Just before noon on Thursday, a red Honda Accord heading south through Times Square made a U-turn against traffic at 42nd Street. It mounted the west-side curb and plowed through pedestrians for more than three blocks, killing an 18-year-old woman and leaving blood on the streets.

It prompted immediate concerns of terrorism. Cable networks went live to the scene and Twitter hit five sirens. Some Tweeters, like GOP candidate for city comptroller Michel Faulkner, went beyond thoughts and prayers for victims and called it a “possible terror attack.”

When he got to the scene, Mayor Bill de Blasio said there was “no indication” that the crash had been an act of terror. By then, a perpetrator was in custody — Richard Rojas, a 26-year-old Bronx resident who de Blasio said was a U.S. citizen and veteran of the U.S. Navy. Rojas had previous DWI arrests and had been arrested last week for menacing. On Thursday, he attempted to flee the scene before being tackled by good Samaritans and a traffic enforcement agent. He also told officers that he was hearing voices. With Rojas in custody and the danger over, the conversation turned to what, in fact, happened.

A ‘very serious incident’

Within hours, what de Blasio had called a “very serious incident,” was in the process of becoming more a matter of street design than national security. Council member Ydanis Rodriguez, transportation committee chairman, observed the scene and noted on Twitter that the car appeared to have been stopped by metal “bollards,” the sturdy barriers placed in front of places like federal offices and downtown banks. The car was leaned up against them.

“We need more placed around our most vulnerable places,” he tweeted. A spokesman says Rodriguez filed legislation to add more bollards to locations about two months ago and is now speeding the process up to safeguard heavily trafficked areas.

Other transportation advocates went further, saying the problem was that there are too many cars on the streets in the first place.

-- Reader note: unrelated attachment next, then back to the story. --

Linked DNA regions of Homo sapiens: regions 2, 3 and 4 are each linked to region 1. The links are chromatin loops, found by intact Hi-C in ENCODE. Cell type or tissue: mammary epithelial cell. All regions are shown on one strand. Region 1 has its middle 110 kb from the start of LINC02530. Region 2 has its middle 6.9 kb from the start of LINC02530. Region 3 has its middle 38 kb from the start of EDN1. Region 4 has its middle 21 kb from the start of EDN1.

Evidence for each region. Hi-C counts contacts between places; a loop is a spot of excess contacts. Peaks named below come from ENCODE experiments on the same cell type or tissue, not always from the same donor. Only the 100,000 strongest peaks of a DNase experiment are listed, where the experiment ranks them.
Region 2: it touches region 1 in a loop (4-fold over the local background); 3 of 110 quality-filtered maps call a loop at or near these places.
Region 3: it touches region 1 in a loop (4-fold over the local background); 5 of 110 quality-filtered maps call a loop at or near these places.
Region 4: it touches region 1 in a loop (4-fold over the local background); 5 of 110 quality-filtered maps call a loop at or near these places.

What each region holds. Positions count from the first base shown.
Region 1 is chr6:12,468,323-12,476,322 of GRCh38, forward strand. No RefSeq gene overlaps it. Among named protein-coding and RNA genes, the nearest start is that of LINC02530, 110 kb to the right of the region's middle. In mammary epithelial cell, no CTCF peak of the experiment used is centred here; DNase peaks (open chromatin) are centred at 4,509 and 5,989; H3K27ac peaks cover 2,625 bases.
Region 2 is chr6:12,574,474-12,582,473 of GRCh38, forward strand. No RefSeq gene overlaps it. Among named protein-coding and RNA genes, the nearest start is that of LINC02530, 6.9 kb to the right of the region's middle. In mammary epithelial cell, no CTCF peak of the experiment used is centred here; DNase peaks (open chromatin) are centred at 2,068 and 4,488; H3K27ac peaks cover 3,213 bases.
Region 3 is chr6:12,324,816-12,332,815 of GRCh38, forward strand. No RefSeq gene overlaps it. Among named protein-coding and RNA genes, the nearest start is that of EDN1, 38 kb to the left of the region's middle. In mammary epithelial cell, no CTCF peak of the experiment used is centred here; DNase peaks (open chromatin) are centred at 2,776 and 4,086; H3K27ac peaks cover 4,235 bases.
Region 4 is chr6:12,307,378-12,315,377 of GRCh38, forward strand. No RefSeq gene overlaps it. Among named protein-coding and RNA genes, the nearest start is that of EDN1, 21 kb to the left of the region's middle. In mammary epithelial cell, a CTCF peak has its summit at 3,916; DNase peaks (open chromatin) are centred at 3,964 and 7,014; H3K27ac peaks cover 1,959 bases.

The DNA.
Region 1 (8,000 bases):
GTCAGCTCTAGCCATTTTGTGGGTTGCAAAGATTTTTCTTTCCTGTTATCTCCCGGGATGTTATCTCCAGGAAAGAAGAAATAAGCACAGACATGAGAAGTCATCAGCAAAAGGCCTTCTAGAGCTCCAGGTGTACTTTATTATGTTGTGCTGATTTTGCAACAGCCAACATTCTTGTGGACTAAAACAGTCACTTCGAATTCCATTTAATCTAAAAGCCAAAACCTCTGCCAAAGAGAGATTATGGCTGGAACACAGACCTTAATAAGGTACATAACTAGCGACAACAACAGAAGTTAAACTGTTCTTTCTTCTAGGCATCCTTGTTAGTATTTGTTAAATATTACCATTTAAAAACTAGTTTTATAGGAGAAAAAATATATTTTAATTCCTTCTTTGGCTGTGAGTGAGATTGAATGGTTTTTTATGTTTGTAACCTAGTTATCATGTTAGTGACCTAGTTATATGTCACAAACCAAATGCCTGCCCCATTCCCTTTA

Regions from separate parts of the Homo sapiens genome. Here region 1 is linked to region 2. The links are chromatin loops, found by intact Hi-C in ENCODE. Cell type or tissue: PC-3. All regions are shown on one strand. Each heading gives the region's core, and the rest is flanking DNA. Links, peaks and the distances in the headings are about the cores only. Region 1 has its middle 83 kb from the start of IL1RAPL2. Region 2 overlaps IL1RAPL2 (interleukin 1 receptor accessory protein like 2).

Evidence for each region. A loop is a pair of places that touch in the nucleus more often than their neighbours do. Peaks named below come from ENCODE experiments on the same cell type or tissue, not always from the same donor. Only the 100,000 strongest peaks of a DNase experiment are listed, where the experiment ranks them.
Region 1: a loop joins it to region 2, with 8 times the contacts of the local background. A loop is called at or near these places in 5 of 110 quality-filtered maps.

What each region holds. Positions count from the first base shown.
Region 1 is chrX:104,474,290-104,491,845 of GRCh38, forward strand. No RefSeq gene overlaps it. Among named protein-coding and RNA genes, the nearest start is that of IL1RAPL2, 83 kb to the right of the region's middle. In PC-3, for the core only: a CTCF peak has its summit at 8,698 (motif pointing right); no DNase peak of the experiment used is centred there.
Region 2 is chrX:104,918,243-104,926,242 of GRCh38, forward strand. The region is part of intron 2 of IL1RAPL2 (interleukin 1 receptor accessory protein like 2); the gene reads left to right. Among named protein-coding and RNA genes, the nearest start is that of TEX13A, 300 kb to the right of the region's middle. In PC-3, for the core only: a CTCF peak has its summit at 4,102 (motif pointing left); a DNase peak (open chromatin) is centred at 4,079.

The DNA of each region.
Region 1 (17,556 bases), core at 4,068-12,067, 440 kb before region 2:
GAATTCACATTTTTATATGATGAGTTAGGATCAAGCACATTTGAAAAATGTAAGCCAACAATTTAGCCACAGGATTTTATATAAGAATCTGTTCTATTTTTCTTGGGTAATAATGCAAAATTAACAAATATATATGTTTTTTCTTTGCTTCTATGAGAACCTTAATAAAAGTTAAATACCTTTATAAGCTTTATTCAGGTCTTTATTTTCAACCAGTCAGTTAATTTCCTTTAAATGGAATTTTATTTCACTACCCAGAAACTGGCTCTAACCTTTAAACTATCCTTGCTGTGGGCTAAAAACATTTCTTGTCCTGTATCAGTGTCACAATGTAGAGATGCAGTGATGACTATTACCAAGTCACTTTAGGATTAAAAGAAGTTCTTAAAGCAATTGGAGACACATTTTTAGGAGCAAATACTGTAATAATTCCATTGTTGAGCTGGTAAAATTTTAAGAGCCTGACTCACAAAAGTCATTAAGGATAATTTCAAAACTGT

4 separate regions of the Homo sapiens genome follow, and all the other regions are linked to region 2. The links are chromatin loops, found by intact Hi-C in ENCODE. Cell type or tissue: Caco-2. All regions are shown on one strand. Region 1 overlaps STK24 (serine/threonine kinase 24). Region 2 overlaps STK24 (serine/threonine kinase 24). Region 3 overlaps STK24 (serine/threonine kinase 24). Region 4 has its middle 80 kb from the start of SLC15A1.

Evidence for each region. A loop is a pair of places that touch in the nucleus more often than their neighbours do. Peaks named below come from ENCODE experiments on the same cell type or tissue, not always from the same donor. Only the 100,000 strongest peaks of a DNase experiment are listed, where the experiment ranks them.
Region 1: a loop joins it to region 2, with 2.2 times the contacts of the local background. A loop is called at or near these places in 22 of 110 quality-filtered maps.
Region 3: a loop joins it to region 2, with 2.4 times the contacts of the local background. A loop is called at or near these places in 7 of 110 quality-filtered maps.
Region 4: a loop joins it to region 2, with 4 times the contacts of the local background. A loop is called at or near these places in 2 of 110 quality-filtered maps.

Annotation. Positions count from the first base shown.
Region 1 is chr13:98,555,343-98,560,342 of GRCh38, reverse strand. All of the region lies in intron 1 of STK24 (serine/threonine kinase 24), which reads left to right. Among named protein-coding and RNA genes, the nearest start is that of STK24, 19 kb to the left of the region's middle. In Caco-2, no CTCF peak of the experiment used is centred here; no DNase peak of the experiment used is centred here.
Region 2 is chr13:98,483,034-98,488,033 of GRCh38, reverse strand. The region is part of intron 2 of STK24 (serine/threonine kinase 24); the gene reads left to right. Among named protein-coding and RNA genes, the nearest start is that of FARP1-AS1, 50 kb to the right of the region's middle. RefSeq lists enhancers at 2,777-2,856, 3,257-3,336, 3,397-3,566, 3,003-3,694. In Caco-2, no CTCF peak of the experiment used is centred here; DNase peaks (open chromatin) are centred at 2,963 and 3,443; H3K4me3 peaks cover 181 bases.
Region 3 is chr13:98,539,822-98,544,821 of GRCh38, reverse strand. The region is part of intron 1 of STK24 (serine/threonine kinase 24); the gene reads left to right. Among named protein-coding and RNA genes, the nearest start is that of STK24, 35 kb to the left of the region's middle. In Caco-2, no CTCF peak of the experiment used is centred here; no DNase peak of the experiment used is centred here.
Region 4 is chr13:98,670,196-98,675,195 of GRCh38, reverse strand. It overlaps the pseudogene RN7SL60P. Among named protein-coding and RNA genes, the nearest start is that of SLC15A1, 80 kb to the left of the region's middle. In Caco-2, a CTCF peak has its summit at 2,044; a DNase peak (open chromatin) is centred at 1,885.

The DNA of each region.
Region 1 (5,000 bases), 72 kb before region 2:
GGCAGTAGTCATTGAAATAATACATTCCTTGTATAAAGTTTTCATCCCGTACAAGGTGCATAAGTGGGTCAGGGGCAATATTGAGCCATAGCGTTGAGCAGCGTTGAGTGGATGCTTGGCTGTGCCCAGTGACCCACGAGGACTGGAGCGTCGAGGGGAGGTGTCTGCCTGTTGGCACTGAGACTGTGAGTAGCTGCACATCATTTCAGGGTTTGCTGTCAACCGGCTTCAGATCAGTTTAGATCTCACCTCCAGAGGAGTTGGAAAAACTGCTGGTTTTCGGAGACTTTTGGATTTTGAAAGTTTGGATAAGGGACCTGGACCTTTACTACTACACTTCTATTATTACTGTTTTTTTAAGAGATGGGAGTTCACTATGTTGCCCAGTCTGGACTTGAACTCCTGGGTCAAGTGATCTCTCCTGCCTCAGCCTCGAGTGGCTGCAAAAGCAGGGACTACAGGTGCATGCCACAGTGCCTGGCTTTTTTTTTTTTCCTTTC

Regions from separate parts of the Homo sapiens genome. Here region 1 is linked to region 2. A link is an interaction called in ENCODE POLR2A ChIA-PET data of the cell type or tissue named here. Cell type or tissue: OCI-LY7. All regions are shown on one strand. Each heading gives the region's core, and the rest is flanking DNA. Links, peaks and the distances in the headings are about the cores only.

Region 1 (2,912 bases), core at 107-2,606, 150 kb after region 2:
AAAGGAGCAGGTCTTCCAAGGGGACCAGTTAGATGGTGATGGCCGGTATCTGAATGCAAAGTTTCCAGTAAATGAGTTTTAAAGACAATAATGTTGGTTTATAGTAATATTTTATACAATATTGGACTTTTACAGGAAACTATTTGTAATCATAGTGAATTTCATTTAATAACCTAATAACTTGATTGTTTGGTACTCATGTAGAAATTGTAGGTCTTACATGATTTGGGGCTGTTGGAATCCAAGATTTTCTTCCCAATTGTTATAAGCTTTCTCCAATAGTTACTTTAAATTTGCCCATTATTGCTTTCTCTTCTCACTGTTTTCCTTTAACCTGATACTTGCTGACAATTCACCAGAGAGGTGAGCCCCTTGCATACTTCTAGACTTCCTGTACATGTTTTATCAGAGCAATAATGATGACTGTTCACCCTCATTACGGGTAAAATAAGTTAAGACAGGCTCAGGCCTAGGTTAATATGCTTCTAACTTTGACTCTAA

New York City has seen fundamental changes since 9/11 — a more obvious heavily armed police presence, for example, hired and trained in the name of safety. At the same time, the city also has changed in search of safer streets, including by building new pedestrian spaces such as the one carved out of much of Times Square under the Bloomberg administration.

Transportation safety advocates urge the city to go further to prevent fatalities.

How can the city make us safer?

Just as in facing the threat of terrorism, city government has attempted to safeguard people in and around city streets through de Blasio’s Vision Zero program, which has included more pedestrian islands and protected bike lanes, among other changes.

Those have had some positive effects, and this week the mayor announced a 12 percent decline in traffic fatalities so far this year vs. the same period last year. But that still amounted to 69 deaths, a number indicating the persistent low-level odds of danger for simply being in or near a street.

Seventh Avenue’s sidewalk was particularly dangerous for a moment on Thursday, a kind of danger from an erratic actor that city policies may inevitably struggle to block.

Ikbal Hussein, 24, was selling bus tickets to tourists on 45th Street when he saw the car launch onto the curb. He and others began running toward 46th Street and away. When he heard the crash and saw fire exploding from the vehicle, he started filming. His video shows others running, and though Hussein’s camera hand was steady in the moment he was full of nerves later in the afternoon, blocks away from the incident.

“It’s not good,” he said.